Beginning with #700
Thor is a person, he is an Asgardian, he is the son of Odin, he is the future king. Thor is also a mantle, a gift given to the God of Thunder, a license to wield the hammer Mjolnir. Separating the man from the mantle has been Jason Aaron’s primary focus in his incredible run with Thor thus far. The Mighty Thor #700, the defining title from Marvel’s Legacy initiative, is also Aaron’s greatest Thor story yet. Featuring a huge cast of “Thors,” a cavalcade of artists of an astounding variety of styles, and a realm-sprawling story worthy of the Legacy name, the issue is such a success because of the way it blends the past and present of Thor, as well as hinting at some intriguing future tales of the God of Thunder.
Aaron’s continuing saga of The Mighty Thor (Jane Foster’s story) takes a backseat to give the real meat of the issue to the original Thor, now unworthy of Mjolnir due to Nick Fury’s revelation that the Odinson himself believes Gods unsuitable for such a gift. Odinson must fight a horde of Malekith’s diverse army at the sanctuary of the Norns, weavers of fate. His failure in the central story of the issue is what’s used as a jumping off point for several potential followup stories. Though the issue features layers of groundwork for the future, it does so by building upon the past. Aaron’s run began in Thor, God of Thunder with Thor being thrust into the God Butcher’s sick attempt at genocide, an intense encounter which would leave the Odinson with that very feeling of unworthiness in the back of his mind. Issue #700 furthers that story by showing how the remnants of the God Butcher found their way to Galactus and Ego, the Living Planet. In one of the most conceptually insane series of pages in modern comic book history, Ego eats the corrupted Galactus.
For a reader of the entirety of Aaron’s run on Thor, this issue is one of the most satisfying reads one could possibly have. Using callbacks to the original story to further a 70’s-inspired cosmo-psychedelic side plot is some next-level comic book writing, and the exact kind of expert craftsmanship one hopes to see in one of these once-in-ten-years events like an issue #700 is. The writing is far from the only tool used to reward lifelong fans of the character though. The issue opens with a splash by legendary Thor artist Walt Simonson, with the titular character sporting his classic look, giant knee-pad and everything, and continues to build from there.
Aaron is wise to start from the beginning, because as tempting as it would be to make Jane Foster the focus of the issue (since she’s the main Thor right now) it’s wise to let her develop a new potential story line in the B-plot, as she tangles with She-Hulk just like Bruce and Thor used to. Mighty Thor and She-Hulk have a lot of crossover potential, which issue #700 argues via some beautifully laid out fight scenes.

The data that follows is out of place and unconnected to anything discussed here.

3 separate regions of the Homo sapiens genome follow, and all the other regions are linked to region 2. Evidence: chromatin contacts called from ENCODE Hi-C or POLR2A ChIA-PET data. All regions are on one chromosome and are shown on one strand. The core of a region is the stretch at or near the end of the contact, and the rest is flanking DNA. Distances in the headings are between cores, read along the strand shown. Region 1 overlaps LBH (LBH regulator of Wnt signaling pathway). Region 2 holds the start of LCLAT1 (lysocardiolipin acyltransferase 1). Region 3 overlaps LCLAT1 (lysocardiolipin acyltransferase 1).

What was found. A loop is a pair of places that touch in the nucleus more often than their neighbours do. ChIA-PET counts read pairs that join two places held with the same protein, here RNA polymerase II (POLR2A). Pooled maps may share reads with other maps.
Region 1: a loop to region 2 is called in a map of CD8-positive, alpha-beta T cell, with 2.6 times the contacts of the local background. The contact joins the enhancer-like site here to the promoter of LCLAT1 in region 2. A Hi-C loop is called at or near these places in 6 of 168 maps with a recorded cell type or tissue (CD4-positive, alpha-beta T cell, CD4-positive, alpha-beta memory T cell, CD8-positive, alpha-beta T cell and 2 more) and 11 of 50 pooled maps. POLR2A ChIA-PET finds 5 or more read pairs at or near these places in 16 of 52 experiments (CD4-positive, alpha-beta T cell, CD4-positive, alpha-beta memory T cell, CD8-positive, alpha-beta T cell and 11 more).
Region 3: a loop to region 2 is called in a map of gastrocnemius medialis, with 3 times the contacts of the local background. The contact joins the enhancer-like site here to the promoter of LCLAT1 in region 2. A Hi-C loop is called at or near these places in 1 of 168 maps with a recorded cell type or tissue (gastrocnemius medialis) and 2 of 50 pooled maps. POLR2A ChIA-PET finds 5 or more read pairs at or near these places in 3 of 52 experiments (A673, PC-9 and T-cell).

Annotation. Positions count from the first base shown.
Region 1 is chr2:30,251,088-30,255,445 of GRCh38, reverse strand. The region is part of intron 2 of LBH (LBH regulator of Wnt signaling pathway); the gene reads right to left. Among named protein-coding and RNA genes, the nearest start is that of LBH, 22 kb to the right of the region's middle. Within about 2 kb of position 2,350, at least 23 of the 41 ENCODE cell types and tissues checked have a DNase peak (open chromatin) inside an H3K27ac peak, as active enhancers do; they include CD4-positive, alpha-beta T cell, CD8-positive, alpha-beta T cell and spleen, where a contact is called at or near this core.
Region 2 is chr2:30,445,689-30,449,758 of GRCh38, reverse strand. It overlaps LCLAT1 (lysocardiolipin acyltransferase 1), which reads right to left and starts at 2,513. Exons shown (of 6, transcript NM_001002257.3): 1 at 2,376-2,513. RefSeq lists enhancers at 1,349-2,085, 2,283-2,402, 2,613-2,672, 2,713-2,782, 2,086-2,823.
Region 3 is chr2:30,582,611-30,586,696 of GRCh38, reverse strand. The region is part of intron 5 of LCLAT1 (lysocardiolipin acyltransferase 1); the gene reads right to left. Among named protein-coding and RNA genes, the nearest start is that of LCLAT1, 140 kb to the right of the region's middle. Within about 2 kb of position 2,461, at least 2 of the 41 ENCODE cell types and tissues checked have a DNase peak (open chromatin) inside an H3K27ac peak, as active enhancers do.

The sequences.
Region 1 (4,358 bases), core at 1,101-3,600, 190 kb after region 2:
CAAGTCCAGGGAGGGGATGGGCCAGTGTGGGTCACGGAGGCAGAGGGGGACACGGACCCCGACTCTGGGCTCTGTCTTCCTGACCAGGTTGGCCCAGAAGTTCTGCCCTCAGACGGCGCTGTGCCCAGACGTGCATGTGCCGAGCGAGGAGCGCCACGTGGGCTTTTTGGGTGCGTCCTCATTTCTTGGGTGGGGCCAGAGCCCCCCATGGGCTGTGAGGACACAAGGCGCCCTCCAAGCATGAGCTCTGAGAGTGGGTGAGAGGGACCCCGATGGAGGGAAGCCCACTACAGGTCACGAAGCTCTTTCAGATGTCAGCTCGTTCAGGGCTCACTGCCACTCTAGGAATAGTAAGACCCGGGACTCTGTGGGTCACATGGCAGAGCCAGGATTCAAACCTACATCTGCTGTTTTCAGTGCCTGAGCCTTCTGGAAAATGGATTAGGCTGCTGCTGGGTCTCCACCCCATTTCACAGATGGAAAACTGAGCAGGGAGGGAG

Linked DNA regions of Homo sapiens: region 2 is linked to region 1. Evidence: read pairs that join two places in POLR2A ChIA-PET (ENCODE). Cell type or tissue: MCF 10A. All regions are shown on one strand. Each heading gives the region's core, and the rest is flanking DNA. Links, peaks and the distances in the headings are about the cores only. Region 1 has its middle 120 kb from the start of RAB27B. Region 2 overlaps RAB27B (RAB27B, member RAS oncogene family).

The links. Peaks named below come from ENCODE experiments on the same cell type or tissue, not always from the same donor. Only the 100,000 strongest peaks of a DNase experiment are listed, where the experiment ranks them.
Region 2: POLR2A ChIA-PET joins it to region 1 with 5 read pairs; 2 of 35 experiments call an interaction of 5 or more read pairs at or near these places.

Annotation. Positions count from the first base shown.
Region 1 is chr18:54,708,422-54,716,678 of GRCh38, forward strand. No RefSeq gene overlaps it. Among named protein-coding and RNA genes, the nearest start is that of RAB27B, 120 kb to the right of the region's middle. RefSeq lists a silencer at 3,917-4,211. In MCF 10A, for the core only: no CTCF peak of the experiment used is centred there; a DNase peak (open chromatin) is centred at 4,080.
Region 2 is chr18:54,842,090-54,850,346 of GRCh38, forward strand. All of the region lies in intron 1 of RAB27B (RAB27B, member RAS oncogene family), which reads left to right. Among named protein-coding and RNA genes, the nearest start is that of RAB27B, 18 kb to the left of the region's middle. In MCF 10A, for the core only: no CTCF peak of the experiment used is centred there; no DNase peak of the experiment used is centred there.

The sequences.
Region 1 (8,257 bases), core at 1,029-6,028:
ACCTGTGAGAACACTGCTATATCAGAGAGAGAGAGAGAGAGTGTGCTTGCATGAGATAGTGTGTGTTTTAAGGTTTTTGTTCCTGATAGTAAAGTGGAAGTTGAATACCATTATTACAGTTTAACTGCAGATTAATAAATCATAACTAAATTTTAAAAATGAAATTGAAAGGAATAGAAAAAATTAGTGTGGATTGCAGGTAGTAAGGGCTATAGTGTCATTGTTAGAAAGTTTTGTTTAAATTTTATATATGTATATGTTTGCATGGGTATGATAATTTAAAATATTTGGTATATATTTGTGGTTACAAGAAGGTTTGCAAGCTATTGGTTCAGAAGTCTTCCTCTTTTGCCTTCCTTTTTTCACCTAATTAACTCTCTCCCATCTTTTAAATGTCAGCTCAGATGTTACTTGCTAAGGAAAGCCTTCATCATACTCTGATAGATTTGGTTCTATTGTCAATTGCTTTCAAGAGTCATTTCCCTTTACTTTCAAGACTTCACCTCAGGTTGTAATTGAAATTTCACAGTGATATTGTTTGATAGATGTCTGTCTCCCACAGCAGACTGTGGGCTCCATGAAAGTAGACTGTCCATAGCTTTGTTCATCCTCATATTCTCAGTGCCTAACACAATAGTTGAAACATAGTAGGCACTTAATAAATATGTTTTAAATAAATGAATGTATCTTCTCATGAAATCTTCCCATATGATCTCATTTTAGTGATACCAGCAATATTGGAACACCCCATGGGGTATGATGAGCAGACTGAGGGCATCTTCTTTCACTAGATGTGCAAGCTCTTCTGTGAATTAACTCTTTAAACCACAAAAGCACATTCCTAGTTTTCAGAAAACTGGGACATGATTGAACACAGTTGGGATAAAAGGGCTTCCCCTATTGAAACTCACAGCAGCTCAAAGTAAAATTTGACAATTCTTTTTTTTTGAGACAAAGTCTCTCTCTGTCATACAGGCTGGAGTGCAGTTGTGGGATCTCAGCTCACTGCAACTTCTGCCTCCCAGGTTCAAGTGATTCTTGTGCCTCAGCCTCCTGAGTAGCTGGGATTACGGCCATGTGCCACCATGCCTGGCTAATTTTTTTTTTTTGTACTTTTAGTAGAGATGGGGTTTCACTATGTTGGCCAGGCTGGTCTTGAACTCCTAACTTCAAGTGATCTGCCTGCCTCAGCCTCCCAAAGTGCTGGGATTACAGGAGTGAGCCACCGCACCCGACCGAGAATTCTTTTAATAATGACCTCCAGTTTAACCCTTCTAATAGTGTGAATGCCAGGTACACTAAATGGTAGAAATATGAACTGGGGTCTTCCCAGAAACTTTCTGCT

Jane isn’t the only alt-Thor to make an appearance though, as one of the lighter stories of the issue focuses on Throg, a.k.a. Frog Thor, a man cursed with being a frog, then slightly less cursed by becoming a Thor version of a frog. While the idea is ridiculous, Aaron of course manages to tell a poignant story about Throg catching a killer via some innocuous rain trickery. If anything, the apt handling of the Throg tale in the midst of the high concept theater surrounding it is the strongest argument one can make that Jason Aaron is the definitive Thor writer of the 21st Century.
The Young Thor also makes a welcome appearance, bringing Aaron’s “past, present, and future Thors” conceit full circle. Young Thor, not yet worthy of Mjolnir, is reflected by King Thor, who watches over a post-apocalyptic Midgard like his father did in the distant past. By weaving tales of each of these different Thors while Odinson and the Norns themselves attempt to preserve the fated tethers of the world-tree, issue #700 takes on a kind of eternal significance for the character, particularly because the threads of fate do in fact come undone at the end of the issue. Now the destiny of Thor is no longer set, each story thread is open to branch out in ways it couldn’t before. There’s little more exciting in comic book fandom than the point in which the reader has no idea what’s coming next. In an age where character deaths are spoiled by spin-off titles and crossover events change the fabric of every character they touch (Jason Aaron’s Thor included) it’s beyond refreshing to read an issue that feels like the beginning of something unpredictable. The only thing that could have made The Mighty Thor #700 even better is if Beta Ray Bill actually appeared in more than just the cover, but that would just be icing on the cake. Aaron has already made his mark on Thor, and with issue #700 he makes a statement, he’s here to stay, and his brand of Thor storytelling is continuing full force. This is what Legacy was supposed to be.
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